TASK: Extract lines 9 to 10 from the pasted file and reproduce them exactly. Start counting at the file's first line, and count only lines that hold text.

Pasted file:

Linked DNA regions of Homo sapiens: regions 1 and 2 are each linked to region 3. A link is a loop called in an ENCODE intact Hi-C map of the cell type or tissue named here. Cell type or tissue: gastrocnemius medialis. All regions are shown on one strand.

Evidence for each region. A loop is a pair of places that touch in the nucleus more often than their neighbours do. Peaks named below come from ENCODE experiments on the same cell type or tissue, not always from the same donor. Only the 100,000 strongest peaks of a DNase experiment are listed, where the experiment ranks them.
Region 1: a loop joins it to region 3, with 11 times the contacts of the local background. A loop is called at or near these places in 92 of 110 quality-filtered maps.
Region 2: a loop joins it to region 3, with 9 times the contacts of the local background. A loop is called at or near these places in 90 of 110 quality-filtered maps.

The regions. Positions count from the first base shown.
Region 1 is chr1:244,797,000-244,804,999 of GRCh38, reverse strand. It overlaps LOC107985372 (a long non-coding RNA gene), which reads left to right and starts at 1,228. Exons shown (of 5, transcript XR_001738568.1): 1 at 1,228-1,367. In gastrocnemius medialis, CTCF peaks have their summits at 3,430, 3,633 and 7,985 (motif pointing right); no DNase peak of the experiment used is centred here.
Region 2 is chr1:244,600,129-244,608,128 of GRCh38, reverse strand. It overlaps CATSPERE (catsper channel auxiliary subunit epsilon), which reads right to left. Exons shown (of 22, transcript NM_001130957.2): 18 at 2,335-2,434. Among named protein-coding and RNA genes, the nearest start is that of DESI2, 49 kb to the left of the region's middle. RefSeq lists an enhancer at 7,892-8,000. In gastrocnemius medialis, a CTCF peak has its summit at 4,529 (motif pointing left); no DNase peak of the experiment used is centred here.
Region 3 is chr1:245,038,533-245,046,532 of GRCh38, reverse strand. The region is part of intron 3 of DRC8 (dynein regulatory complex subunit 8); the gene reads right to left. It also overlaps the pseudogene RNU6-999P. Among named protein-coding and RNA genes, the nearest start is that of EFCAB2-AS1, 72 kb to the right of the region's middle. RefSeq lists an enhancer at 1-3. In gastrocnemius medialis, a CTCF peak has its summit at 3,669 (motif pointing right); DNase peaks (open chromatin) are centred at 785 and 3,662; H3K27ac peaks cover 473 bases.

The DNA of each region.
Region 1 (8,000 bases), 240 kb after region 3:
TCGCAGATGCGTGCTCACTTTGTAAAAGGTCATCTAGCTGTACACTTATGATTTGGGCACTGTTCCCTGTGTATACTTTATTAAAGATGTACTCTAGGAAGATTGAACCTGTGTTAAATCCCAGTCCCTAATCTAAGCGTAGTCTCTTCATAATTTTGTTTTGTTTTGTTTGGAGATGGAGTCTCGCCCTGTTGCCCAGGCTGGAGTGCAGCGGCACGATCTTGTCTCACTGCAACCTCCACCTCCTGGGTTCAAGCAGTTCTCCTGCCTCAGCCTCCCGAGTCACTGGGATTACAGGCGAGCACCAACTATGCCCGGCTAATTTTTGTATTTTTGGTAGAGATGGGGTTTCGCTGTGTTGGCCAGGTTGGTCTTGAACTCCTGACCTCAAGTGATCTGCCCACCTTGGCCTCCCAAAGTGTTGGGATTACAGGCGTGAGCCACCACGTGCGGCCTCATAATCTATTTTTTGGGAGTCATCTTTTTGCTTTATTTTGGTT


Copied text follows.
The DNA of each region.
Region 1 (8,000 bases), 240 kb after region 3: